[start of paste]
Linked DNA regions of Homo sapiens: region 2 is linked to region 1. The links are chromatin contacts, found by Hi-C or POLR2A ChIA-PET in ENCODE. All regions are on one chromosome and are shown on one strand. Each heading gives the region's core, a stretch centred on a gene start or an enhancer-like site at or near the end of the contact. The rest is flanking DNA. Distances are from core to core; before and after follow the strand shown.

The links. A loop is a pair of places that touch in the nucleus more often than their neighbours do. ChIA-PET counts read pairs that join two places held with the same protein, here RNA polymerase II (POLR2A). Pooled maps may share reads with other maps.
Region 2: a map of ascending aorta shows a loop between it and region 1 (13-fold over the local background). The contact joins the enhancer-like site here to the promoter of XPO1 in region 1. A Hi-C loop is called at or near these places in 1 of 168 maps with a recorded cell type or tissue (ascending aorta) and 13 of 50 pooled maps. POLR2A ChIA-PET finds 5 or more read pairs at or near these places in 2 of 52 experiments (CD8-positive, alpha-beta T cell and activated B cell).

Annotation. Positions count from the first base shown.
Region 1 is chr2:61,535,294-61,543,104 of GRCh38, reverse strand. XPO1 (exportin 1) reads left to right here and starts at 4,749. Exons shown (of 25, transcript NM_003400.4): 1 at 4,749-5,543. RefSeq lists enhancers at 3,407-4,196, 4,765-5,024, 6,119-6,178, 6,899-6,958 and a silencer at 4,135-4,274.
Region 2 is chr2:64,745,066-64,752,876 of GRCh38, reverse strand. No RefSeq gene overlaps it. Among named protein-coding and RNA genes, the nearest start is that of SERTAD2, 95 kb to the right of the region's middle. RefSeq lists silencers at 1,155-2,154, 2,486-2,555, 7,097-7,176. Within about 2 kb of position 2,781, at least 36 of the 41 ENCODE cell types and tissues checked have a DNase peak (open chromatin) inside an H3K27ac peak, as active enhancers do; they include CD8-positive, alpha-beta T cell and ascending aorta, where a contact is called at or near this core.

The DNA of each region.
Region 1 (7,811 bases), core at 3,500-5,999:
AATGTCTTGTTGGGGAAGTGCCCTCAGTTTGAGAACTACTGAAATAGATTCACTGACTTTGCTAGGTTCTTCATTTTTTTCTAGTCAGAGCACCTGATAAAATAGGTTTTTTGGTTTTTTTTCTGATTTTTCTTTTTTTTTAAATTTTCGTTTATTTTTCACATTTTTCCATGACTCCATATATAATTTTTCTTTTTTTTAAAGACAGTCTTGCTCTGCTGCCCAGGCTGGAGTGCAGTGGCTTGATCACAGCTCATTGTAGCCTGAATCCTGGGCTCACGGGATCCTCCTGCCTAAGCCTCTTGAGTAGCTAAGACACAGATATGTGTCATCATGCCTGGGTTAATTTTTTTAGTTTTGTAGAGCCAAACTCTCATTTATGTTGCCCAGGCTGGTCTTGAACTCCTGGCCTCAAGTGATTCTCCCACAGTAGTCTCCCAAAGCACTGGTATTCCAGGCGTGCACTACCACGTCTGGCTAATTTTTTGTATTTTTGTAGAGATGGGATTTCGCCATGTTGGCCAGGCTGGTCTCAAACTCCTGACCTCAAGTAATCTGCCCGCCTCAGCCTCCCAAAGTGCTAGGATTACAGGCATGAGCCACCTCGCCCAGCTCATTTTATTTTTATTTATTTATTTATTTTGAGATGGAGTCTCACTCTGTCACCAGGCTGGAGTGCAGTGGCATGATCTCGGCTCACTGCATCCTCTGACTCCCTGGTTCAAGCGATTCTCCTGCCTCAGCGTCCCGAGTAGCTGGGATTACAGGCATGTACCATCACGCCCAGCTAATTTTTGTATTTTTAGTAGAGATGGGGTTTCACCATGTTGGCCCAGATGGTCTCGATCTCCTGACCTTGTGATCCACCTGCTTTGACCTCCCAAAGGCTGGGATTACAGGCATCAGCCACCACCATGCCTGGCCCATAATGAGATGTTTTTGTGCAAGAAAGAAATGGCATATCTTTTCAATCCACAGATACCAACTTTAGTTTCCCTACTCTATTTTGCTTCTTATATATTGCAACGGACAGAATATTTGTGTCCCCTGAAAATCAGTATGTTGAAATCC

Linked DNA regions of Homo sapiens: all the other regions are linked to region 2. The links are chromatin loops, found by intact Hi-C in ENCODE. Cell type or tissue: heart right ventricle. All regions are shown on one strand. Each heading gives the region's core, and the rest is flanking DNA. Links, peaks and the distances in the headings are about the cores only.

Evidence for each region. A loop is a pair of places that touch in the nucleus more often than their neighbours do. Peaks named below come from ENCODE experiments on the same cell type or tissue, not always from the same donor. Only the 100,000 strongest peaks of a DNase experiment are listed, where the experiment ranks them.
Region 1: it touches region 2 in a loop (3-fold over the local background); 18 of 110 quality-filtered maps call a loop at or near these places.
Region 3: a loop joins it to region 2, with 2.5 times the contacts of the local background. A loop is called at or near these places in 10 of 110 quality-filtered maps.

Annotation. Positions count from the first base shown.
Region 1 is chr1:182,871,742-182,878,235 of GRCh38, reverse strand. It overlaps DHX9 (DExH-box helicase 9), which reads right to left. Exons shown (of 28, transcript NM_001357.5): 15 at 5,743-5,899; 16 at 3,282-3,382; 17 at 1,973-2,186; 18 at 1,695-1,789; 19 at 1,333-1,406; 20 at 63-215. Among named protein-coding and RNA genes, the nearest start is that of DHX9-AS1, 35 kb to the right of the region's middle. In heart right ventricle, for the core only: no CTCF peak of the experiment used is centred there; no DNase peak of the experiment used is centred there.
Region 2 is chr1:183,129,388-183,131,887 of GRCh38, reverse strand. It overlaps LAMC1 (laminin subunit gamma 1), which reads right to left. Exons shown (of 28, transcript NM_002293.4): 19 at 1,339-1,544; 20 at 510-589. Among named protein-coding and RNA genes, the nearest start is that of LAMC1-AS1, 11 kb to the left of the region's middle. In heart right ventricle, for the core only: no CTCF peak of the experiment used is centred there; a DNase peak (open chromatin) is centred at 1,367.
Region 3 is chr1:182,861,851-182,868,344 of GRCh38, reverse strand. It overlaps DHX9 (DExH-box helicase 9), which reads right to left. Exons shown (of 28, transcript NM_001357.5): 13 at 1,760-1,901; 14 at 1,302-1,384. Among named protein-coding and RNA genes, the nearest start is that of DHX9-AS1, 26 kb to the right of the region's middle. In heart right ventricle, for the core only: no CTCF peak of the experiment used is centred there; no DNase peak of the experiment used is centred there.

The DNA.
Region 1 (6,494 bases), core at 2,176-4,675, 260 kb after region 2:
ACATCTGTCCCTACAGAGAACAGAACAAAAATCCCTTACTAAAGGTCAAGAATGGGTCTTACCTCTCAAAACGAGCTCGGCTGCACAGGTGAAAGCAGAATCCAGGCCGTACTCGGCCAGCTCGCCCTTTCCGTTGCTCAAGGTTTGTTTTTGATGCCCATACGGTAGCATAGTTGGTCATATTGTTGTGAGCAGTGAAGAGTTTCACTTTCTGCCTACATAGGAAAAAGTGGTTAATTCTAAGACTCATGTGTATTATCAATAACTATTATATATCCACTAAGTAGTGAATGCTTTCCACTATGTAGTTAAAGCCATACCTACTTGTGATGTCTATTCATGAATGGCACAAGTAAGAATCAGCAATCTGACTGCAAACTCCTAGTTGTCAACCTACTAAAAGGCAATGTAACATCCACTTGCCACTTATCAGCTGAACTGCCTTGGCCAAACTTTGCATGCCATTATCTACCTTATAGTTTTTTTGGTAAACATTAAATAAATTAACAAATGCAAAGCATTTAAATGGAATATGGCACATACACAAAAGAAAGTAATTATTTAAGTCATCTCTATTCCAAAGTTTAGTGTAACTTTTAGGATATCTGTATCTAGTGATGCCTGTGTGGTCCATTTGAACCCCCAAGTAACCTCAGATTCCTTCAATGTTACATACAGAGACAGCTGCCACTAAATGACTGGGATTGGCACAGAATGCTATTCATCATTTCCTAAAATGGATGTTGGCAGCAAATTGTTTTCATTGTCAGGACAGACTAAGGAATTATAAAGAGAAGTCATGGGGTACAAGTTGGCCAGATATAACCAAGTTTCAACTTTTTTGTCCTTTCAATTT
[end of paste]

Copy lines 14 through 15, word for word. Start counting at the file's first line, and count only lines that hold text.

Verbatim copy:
Annotation. Positions count from the first base shown.
Region 1 is chr1:182,871,742-182,878,235 of GRCh38, reverse strand. It overlaps DHX9 (DExH-box helicase 9), which reads right to left. Exons shown (of 28, transcript NM_001357.5): 15 at 5,743-5,899; 16 at 3,282-3,382; 17 at 1,973-2,186; 18 at 1,695-1,789; 19 at 1,333-1,406; 20 at 63-215. Among named protein-coding and RNA genes, the nearest start is that of DHX9-AS1, 35 kb to the right of the region's middle. In heart right ventricle, for the core only: no CTCF peak of the experiment used is centred there; no DNase peak of the experiment used is centred there.